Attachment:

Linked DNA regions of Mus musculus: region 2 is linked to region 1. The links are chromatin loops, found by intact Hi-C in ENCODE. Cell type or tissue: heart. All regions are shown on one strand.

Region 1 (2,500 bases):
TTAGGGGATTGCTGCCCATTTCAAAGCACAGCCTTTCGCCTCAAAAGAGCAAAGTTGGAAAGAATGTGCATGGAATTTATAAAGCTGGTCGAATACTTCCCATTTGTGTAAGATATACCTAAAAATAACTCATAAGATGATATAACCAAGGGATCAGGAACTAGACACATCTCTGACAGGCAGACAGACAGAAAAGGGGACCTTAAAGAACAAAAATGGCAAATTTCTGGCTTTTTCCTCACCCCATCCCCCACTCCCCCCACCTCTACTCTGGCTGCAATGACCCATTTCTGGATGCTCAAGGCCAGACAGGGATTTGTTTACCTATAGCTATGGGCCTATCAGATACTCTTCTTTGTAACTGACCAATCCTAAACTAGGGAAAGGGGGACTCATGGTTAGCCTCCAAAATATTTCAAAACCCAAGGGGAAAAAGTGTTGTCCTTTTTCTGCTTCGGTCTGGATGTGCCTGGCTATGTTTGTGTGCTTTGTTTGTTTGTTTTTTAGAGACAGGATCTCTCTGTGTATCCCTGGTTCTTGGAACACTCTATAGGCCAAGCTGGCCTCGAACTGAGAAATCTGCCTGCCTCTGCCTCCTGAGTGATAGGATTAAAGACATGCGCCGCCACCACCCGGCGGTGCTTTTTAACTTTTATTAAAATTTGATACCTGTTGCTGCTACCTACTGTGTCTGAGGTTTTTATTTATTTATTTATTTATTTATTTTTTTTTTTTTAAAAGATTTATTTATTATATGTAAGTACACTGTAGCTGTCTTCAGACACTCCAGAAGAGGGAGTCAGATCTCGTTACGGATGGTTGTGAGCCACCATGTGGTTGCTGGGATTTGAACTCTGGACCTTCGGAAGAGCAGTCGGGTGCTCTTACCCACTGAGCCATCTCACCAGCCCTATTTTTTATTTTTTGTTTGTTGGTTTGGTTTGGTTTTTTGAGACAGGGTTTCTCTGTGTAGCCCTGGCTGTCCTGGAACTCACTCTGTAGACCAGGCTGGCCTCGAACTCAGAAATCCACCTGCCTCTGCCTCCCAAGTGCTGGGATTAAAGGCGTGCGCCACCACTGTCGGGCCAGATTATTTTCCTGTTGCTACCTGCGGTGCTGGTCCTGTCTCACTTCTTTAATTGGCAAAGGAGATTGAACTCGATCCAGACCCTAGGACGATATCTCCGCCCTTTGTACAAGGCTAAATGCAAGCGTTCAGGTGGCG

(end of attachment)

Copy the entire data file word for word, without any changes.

Linked DNA regions of Mus musculus: region 2 is linked to region 1. The links are chromatin loops, found by intact Hi-C in ENCODE. Cell type or tissue: heart. All regions are shown on one strand.

Region 1 (2,500 bases):
TTAGGGGATTGCTGCCCATTTCAAAGCACAGCCTTTCGCCTCAAAAGAGCAAAGTTGGAAAGAATGTGCATGGAATTTATAAAGCTGGTCGAATACTTCCCATTTGTGTAAGATATACCTAAAAATAACTCATAAGATGATATAACCAAGGGATCAGGAACTAGACACATCTCTGACAGGCAGACAGACAGAAAAGGGGACCTTAAAGAACAAAAATGGCAAATTTCTGGCTTTTTCCTCACCCCATCCCCCACTCCCCCCACCTCTACTCTGGCTGCAATGACCCATTTCTGGATGCTCAAGGCCAGACAGGGATTTGTTTACCTATAGCTATGGGCCTATCAGATACTCTTCTTTGTAACTGACCAATCCTAAACTAGGGAAAGGGGGACTCATGGTTAGCCTCCAAAATATTTCAAAACCCAAGGGGAAAAAGTGTTGTCCTTTTTCTGCTTCGGTCTGGATGTGCCTGGCTATGTTTGTGTGCTTTGTTTGTTTGTTTTTTAGAGACAGGATCTCTCTGTGTATCCCTGGTTCTTGGAACACTCTATAGGCCAAGCTGGCCTCGAACTGAGAAATCTGCCTGCCTCTGCCTCCTGAGTGATAGGATTAAAGACATGCGCCGCCACCACCCGGCGGTGCTTTTTAACTTTTATTAAAATTTGATACCTGTTGCTGCTACCTACTGTGTCTGAGGTTTTTATTTATTTATTTATTTATTTATTTTTTTTTTTTTAAAAGATTTATTTATTATATGTAAGTACACTGTAGCTGTCTTCAGACACTCCAGAAGAGGGAGTCAGATCTCGTTACGGATGGTTGTGAGCCACCATGTGGTTGCTGGGATTTGAACTCTGGACCTTCGGAAGAGCAGTCGGGTGCTCTTACCCACTGAGCCATCTCACCAGCCCTATTTTTTATTTTTTGTTTGTTGGTTTGGTTTGGTTTTTTGAGACAGGGTTTCTCTGTGTAGCCCTGGCTGTCCTGGAACTCACTCTGTAGACCAGGCTGGCCTCGAACTCAGAAATCCACCTGCCTCTGCCTCCCAAGTGCTGGGATTAAAGGCGTGCGCCACCACTGTCGGGCCAGATTATTTTCCTGTTGCTACCTGCGGTGCTGGTCCTGTCTCACTTCTTTAATTGGCAAAGGAGATTGAACTCGATCCAGACCCTAGGACGATATCTCCGCCCTTTGTACAAGGCTAAATGCAAGCGTTCAGGTGGCG